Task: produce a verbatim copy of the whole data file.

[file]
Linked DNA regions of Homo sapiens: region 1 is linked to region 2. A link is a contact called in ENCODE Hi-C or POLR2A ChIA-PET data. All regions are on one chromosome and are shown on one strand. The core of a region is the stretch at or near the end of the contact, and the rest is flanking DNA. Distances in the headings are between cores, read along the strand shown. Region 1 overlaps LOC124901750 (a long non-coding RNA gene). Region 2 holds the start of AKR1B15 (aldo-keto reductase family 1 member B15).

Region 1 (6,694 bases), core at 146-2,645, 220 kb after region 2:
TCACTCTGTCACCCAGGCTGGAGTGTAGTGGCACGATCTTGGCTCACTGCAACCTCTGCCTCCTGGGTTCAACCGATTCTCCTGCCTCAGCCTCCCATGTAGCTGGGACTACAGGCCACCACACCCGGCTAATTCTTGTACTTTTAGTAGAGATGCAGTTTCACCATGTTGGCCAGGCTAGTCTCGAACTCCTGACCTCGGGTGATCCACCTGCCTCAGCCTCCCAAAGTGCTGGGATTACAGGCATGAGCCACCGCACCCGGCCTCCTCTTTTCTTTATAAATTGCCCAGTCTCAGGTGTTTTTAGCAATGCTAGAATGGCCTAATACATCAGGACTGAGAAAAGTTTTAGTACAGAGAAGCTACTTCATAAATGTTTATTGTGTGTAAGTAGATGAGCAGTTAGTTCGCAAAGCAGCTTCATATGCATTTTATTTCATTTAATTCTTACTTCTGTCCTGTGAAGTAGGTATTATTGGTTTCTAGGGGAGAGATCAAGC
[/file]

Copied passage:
Linked DNA regions of Homo sapiens: region 1 is linked to region 2. A link is a contact called in ENCODE Hi-C or POLR2A ChIA-PET data. All regions are on one chromosome and are shown on one strand. The core of a region is the stretch at or near the end of the contact, and the rest is flanking DNA. Distances in the headings are between cores, read along the strand shown. Region 1 overlaps LOC124901750 (a long non-coding RNA gene). Region 2 holds the start of AKR1B15 (aldo-keto reductase family 1 member B15).

Region 1 (6,694 bases), core at 146-2,645, 220 kb after region 2:
TCACTCTGTCACCCAGGCTGGAGTGTAGTGGCACGATCTTGGCTCACTGCAACCTCTGCCTCCTGGGTTCAACCGATTCTCCTGCCTCAGCCTCCCATGTAGCTGGGACTACAGGCCACCACACCCGGCTAATTCTTGTACTTTTAGTAGAGATGCAGTTTCACCATGTTGGCCAGGCTAGTCTCGAACTCCTGACCTCGGGTGATCCACCTGCCTCAGCCTCCCAAAGTGCTGGGATTACAGGCATGAGCCACCGCACCCGGCCTCCTCTTTTCTTTATAAATTGCCCAGTCTCAGGTGTTTTTAGCAATGCTAGAATGGCCTAATACATCAGGACTGAGAAAAGTTTTAGTACAGAGAAGCTACTTCATAAATGTTTATTGTGTGTAAGTAGATGAGCAGTTAGTTCGCAAAGCAGCTTCATATGCATTTTATTTCATTTAATTCTTACTTCTGTCCTGTGAAGTAGGTATTATTGGTTTCTAGGGGAGAGATCAAGC